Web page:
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September 11, 2005

Katrina Survivors at Risk for Mental Illness

Katrina Survivors At Higher Risk for Mental Illness-Hurricane Katrina affected all of our lives, even if we do not live directly in the path of destruction. Our country watched in horror as news agencies captured on camera the pain and suffering of tens of thousands of individuals as they waited for aid. The victims of Katrina not only have to worry about the physical items lost, but also need to care for their psychological needs as they try to cope with the complete upheaval of their life. They may experience depression, anxiety, or post traumatic stress syndrome.

H.M. Cooper, psychologist, educator, and experienced author, states, “There is meaning in madness, even though it appears chaotic, and political, social and personal realities influence the experience.” Mr. Cooper has written a novel titled Something Lyrical for the Night that examines the relationship between the mentally ill and the influence of their surroundings on their illness. Something Lyrical for the Night is an inspirational story that will bring joy and insight to the reader. They will come away with knowledge of the human mind and the way it copes with them. Something Lyrical for the Night is published by American Book Publishing and available at a discount online at the Publisher Direct Bookstore at www.pdbookstore.com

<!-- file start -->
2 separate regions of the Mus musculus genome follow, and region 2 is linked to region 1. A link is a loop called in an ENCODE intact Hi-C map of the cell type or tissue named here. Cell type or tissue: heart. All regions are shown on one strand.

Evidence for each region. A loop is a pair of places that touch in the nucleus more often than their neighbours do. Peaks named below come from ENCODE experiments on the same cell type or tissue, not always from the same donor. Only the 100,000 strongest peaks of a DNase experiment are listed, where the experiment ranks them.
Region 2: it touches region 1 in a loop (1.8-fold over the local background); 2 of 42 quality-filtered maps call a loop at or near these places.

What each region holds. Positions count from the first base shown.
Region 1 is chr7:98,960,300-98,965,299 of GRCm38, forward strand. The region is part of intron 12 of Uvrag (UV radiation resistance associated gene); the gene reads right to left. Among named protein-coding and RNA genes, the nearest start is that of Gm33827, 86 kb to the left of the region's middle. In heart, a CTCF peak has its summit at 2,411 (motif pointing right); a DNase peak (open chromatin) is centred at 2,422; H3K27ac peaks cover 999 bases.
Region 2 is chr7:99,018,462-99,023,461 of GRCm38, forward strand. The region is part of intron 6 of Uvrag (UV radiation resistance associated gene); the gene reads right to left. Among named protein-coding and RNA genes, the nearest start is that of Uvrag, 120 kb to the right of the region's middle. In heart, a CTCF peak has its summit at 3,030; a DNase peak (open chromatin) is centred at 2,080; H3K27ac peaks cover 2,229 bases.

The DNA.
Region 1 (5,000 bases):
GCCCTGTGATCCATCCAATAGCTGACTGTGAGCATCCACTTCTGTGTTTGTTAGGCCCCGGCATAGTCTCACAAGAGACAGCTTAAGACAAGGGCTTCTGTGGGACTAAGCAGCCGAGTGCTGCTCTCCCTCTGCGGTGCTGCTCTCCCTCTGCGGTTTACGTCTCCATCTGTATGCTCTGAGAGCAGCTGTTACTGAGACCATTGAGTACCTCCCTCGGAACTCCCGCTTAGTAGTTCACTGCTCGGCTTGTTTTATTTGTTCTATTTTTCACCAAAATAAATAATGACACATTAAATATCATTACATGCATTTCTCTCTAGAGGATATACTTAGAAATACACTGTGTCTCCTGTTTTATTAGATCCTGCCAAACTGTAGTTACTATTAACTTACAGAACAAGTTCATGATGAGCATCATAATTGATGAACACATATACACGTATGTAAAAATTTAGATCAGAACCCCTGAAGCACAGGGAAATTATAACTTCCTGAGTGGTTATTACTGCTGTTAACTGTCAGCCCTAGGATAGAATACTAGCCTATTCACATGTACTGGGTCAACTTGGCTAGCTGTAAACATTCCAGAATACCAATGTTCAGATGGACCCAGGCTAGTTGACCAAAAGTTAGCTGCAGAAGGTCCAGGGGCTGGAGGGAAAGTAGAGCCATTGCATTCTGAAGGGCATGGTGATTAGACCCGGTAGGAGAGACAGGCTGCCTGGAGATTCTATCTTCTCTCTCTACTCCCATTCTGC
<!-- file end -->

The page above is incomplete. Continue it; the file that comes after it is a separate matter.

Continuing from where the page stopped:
Although it will take many months and even years to deal with the physical aftermath of the destruction, officials must not overlook the more delicate mental aid that is necessary for all of the survivors, and possibly even others throughout the country. Just as people look different, the ways people deal emotionally with a traumatic event are different. Some people feel the effects of the stress immediately, while others may suppress their feelings for months and even years after the event.

If you or your loved ones are experiencing this trauma, the American Psychological Association has a number of recommendations on how to deal with your feelings. First, talk openly with your loved ones and friends. Find support groups led by an experienced professional who can help you process your feelings. Try to eat a healthy diet, and get enough sleep. Resume activities that you did before the hurricane, such as eating meals on a schedule, participating in hobbies, exercising, etc.

company: American Book Publishing
contact person: media director
e-mail: media@american-book.com
phone: 888-288-7413
site: http://www.american-book.com

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